6. According to the Solow model, how would each of the following affect consumption per worker in the long run (that is, in the steady state)? Explain and illustrate your answer graphically.
6a. The destruction of a portion of the nation's capital stock in a war.
6b. A permanent increase in the rate of immigration (which raises the overall population growth rate)?© BrainMass Inc. brainmass.com December 24, 2021, 10:07 pm ad1c9bdddf
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I can only give you the basics of the model and (importantly) the assumptions. I cannot graph the issues or give you answers, but I will give you links for sample graphs. Since the model is so simple, its really not that hard to graph. The key is keeping the variables separate.
First, the variables. The model is simple. The big issue is (new) capital production. Labor is a constant, but knowledge is a variable of itself. It is closely connected with the idea of technological development and the ability to use it.
Q/L is output per worker measured by technology per worker. This is impacted by the stock of capital, its growth, savings, growth in education (or the knowledge to work new capital), the existence of new capital (think of it as high-tech stuff that improves production).
Take a look here for a fairly simple explanation: http://www.pitt.edu/~mgahagan/Solow.htm
And a simple graph: http://www2.econ.iastate.edu/classes/econ302/alexander/Spring2006/SOLOW/SOLOWGROWTHMODEL.htm
Another good one: http://economics.sas.upenn.edu/~vr0j/econ10205/lectures/grow5_solow.pdf
Second, the assumptions. Diminishing returns is a constant issues so long as knowledge (?effective production?) remains the same. Diminishing returns is a problem if the education and technology of a society remains constant. It is eliminated as this education improves.
With the exception of savings, we are not dealing with macroeconomic variables or government policy. We are also not dealing with natural resources or social institutions. This assumes that economics is autonomous. Production is really based on the high tech sector and education.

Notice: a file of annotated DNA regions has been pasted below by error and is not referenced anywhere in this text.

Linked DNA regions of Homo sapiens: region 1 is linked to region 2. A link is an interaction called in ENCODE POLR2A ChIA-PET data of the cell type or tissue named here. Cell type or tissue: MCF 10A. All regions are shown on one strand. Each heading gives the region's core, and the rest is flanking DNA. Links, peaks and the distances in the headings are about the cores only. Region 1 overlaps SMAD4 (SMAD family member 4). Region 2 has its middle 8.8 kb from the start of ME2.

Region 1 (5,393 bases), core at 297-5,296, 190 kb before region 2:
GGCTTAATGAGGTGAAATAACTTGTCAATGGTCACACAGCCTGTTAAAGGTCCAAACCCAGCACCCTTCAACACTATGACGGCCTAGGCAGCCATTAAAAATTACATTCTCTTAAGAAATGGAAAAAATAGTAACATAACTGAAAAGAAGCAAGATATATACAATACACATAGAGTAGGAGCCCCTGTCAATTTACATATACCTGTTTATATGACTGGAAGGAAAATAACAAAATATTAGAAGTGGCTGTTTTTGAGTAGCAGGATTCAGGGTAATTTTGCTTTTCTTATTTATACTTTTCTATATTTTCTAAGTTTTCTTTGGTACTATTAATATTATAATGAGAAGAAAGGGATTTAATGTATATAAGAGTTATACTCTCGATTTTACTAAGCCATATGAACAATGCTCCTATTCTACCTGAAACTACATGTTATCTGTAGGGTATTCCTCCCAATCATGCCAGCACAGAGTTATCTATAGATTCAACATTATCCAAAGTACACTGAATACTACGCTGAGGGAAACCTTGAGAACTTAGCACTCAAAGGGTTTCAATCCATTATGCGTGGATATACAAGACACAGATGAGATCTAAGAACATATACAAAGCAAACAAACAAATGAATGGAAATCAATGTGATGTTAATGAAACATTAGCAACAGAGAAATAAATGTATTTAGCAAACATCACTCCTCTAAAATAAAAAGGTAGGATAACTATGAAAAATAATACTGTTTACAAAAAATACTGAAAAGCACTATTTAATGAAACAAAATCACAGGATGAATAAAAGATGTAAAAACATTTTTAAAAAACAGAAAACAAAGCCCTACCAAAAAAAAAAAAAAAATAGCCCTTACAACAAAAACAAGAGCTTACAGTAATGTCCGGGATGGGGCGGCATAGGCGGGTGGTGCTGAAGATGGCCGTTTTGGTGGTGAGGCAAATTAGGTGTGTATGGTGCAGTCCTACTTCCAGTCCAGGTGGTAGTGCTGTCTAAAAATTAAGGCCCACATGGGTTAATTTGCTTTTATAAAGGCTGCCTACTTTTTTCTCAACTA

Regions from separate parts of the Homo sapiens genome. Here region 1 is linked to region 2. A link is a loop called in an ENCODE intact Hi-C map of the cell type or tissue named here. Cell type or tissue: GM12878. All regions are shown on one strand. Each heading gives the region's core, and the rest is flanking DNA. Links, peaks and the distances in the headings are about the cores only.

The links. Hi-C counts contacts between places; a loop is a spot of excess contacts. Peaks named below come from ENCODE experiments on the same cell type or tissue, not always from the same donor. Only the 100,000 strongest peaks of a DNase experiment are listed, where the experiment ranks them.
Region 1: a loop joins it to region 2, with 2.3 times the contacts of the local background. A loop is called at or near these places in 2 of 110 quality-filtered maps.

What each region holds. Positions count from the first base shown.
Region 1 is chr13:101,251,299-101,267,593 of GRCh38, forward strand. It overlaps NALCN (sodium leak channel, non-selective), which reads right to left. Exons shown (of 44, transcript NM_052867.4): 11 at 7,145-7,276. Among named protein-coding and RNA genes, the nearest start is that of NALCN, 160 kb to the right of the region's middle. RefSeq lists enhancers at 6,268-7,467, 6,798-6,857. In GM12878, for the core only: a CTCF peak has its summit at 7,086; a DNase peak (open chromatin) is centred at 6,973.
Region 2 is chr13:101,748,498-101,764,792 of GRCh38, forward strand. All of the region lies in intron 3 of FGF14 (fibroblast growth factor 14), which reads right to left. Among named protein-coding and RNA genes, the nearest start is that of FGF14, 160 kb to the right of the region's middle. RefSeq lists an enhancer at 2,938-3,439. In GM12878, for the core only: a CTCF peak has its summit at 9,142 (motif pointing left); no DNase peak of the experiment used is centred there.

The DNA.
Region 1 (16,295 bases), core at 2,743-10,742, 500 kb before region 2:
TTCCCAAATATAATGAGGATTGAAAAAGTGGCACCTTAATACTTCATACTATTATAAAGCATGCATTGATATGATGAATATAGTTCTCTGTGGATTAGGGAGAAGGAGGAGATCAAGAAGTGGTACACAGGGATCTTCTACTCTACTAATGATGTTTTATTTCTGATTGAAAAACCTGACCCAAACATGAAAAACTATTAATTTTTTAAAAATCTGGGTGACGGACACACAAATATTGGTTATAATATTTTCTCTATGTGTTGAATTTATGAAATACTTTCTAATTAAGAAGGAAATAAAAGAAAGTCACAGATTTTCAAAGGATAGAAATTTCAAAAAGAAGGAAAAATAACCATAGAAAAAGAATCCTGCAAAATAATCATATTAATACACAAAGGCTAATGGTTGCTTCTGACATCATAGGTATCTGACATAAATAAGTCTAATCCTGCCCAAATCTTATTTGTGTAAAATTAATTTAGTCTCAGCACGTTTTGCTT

So for your questions.
1. Destruction through war.
This only matters if we know what kind of capital has been destroyed. If a war has destroyed capital from the ?rust belt,? older, more obsolete factories, then nothing would change. IN fact, like in Germany after World War II, the destruction of the older factories gives investors an excuse to make new ones. Over time, this can help a society.
On the other hand, if the capital is more high tech, then this can set the society back for a long time. So here, we're dealing with quality over quantity.
2. Immigration is a problem, but again, it depends on the type. The average immigrant from Mexico is not well educated. Hence, it increases the diminishing returns factor. In other words, without a highly educated and skilled population, the economic will stagnate. This means that at least, the output per worker will go down since these new arrivals do not have the skills that are required to run an ultra-modern economy.
One of the assumptions of this model is that labor grows at a basic constant rate. This is upset through mass immigration, especially of uneducated and poor people. Over time, this can reverse the trend of production backward, that is, harm production over time because the new capital (the high tech stuff that really matters) is not usable or understandable by immigrants.
What are we talking about? Real inputs are essential, but they are dictated here:
By technology, education, and the constant savings rate that makes investment possible. Without investment (and hence savings) new technology cannot be created and consumption too falls off.
Remember marginal production is always decreasing. This means, just to break even, the society must be constantly improving.
When you graph, keep it simple.
For your left axis, use production.
For the bottom axis, use labor inputs
Your slope will always be those things that make labor inputs more or less productive.
You CAN also use demand. Demand for goods is tightly bound to investment and hence savings. Investment is also bound with high tech production for production to continue to increase and spur demand.
Remember to always match quality to quantity. That's what makes this model interesting.
So when you graph for question 1, you need to make sense out of the sorts of capital that has been destroyed.
For 2, you are dealing with the slope itself, so this might even off or even fall if the new arrivals have no clue how to work the more advanced machines or computer programs. What you are worried about here is how production per worker is going down even if everything else is going up, since the tech quality of the new arrivals is so bad.
This will help you a lot: http://www2.econ.iastate.edu/classes/econ302/alexander/Spring2006/SOLOW/SOLOWGROWTHMODEL.htm
(I already listed this above, but it teaches you how to graph. The big issues are keeping your variables straight.)
Therefore: production=quality of education, capital stock, savings and the creation of high tech capital (and the slow removal of older, obsolete machines)
Demand=investment, savings (of course), and the continual application of knowledge to the capital that exists.
The easy part is that they are both connected.
Just make it logical and you will do fine.